epa04170362 Defense Minister of Poland Tomasz Siemoniak (R) and US Secretary of Defense Chuck Hagel (L) hold a joint news conference following their bilateral meeting at the Pentagon, in Arlington, Virginia, USA, 17 April 2014. Hagel and Siemoniak discussed how the Ukraine crisis affects the region and a planned missile defense system in Poland. EPA/MICHAEL REYNOLDS
Polish Defense Minister Tomasz Siemoniak, right, at the Pentagon on Thursday. (Photo: EPA/Michael Reynolds)

Poland and the United States will announce next week the deployment of U.S. ground forces to Poland as part of an expansion of NATO presence in Central and Eastern Europe in response to events in Ukraine. That was the word from Poland’s defense minister, Tomasz Siemoniak, who visited The Post Friday after meeting with Defense Secretary Chuck Hagel at the Pentagon on Thursday.

Siemoniak said the decision has been made on a political level and that military planners are working out details. There will also be intensified cooperation in air defense, special forces, cyberdefense and other areas. Poland will play a leading regional role, “under U.S. patronage,” he said.

But the defense minister also said that any immediate NATO response to Russian aggression in Ukraine, while important, matter less than a long-term shift in the defense postures of Europe and America. The United States, having announced a “pivot” to Asia, needs to “re-pivot” to Europe, he said, and European countries that have cut back on defense spending need to reverse the trends.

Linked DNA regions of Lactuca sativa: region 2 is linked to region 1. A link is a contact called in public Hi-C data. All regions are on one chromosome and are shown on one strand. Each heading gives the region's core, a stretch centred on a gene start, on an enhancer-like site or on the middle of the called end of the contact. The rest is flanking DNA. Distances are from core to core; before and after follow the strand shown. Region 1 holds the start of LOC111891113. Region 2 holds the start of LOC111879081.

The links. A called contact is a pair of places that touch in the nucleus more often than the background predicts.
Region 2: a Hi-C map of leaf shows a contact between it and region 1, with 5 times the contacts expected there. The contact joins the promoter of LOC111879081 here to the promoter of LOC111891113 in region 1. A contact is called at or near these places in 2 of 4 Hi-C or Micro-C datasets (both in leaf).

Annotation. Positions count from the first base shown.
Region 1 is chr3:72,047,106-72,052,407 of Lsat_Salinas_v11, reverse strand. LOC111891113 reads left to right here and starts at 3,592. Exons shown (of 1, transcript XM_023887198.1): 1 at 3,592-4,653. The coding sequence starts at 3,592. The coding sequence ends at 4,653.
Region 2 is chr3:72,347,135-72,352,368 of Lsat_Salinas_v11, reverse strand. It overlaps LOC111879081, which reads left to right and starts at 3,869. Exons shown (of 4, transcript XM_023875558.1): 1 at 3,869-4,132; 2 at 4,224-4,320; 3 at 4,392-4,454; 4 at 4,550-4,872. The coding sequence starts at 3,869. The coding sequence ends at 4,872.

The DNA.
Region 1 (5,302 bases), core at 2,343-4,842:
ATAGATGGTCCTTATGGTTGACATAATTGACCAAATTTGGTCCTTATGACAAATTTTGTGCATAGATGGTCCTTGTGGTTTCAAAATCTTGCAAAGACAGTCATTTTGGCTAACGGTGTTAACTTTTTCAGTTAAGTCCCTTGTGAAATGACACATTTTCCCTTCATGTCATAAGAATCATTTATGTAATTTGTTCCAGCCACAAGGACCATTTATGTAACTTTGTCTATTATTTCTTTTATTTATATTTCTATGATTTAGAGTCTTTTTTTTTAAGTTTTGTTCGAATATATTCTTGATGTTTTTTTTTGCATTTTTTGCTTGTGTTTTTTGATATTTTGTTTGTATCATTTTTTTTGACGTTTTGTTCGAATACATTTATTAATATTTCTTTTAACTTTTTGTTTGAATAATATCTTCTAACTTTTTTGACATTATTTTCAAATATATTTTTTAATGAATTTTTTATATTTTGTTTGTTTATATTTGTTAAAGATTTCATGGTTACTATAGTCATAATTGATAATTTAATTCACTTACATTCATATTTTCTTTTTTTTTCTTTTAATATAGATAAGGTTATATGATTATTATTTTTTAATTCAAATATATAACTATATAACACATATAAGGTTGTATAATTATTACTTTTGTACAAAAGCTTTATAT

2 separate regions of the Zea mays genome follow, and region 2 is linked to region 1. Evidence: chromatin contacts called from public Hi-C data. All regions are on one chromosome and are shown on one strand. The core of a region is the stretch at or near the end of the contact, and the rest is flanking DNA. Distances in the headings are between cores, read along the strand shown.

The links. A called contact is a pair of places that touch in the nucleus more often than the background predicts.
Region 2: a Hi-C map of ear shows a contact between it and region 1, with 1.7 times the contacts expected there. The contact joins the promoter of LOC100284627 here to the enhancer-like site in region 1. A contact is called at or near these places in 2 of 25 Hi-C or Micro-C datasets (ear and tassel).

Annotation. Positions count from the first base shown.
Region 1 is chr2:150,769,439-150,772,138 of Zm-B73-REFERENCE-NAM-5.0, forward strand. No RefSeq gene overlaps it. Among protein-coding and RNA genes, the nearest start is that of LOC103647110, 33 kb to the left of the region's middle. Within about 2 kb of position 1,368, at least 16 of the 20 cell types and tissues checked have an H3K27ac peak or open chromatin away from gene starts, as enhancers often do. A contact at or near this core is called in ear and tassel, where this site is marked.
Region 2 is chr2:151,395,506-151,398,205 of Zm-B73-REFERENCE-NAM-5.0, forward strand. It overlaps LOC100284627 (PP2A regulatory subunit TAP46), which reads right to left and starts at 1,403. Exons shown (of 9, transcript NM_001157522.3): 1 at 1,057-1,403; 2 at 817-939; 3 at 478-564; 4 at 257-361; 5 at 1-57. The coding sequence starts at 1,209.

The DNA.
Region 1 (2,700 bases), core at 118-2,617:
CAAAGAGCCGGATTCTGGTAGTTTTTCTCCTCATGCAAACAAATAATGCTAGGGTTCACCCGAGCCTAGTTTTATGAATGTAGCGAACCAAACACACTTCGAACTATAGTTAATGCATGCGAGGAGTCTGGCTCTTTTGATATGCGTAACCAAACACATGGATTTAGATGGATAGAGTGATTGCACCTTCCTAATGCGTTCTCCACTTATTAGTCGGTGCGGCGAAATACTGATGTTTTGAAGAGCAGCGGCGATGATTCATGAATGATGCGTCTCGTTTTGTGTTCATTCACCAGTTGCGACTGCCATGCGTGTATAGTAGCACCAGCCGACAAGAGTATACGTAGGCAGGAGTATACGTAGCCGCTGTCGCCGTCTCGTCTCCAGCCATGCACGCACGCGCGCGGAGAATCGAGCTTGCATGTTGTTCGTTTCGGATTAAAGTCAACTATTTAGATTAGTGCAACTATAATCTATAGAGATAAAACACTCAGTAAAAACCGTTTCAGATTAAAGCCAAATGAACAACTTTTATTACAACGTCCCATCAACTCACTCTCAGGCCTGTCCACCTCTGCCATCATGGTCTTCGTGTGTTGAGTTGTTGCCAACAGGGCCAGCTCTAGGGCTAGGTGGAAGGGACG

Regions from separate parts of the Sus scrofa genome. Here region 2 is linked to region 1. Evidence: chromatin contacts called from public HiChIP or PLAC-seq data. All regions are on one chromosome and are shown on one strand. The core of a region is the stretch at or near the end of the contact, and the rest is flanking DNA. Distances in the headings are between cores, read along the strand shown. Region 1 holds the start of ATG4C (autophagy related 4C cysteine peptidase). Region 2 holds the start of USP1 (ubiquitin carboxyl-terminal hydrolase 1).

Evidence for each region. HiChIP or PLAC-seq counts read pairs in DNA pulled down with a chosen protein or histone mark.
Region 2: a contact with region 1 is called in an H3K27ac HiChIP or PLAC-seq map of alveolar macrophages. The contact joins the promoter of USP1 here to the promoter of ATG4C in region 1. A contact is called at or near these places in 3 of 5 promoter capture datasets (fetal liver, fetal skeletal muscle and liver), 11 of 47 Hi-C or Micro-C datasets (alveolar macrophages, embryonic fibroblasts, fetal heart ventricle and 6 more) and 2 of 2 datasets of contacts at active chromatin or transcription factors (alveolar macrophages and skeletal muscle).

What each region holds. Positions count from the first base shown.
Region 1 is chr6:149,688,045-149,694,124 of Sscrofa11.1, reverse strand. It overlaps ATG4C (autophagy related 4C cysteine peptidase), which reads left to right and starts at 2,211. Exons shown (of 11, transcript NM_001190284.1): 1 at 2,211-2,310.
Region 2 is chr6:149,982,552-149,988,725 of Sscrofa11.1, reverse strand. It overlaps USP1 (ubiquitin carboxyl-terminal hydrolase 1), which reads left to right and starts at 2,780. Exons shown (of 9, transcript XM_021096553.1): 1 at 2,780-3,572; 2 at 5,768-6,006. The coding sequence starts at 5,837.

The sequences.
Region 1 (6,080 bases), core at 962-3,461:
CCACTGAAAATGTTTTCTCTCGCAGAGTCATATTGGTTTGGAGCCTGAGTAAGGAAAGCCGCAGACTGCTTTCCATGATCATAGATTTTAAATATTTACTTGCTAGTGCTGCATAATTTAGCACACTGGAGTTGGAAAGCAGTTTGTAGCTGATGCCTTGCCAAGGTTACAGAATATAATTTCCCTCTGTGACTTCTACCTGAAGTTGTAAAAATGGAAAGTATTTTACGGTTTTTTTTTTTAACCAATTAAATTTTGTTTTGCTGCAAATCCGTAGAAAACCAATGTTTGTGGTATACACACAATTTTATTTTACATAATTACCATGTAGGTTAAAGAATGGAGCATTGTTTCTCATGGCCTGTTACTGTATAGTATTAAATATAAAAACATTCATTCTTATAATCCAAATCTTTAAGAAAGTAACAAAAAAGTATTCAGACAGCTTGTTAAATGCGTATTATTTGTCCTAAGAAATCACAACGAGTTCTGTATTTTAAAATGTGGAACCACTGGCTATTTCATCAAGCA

“The idea until recently was that there were no more threats in Europe and no need for a U.S. presence in Europe any more,” Siemoniak said, speaking through an interpreter. “Events show that what is needed is a re-pivot, and that Europe was safe and secure because America was in Europe.”

How likely is such a reversal on defense spending? Siemoniak said there was widespread support at a recent meeting of European defense ministers. “Now they’ll go back to their presidents, prime ministers and ministers of finance, and this will stop being easy,” he admitted. “But the impetus is very strong.”

The strongest impetus, he said, is not even Russia’s illegal annexation of Crimea, but President Vladimir Putin’s bald lies about Russian actions there and his exposition of a new doctrine allowing Russia to intervene in any country where Russian-speaking populations are, in Russia’s judgment, under threat. This poses a potential danger to the Baltic nations, which are members of NATO, and even more to Moldova, Belarus and central Asian nations that are not, he said.

Like President Obama, Siemoniak said it’s too soon to judge the agreement reached Thursday in Geneva to defuse tensions. He said he believes that Russia’s “special operation in eastern Ukraine didn’t go as planned” and that Putin may have decided to play a longer game.

“He holds different instruments that he can use to influence events in Ukraine,” Siemoniak said. Putin will keep in reserve the option of an outright military incursion, “but the political, military and financial costs would be gigantic.” The 46-year-old minister mused that until recently NATO was wondering what mission it would have, if any, once its troops came home from Afghanistan.

“Now we have an answer to that question,” he said.

Fred Hiatt is the editorial page editor of The Post. He writes editorials for the newspaper and a biweekly column that appears on Mondays. He also contributes to the PostPartisan blog.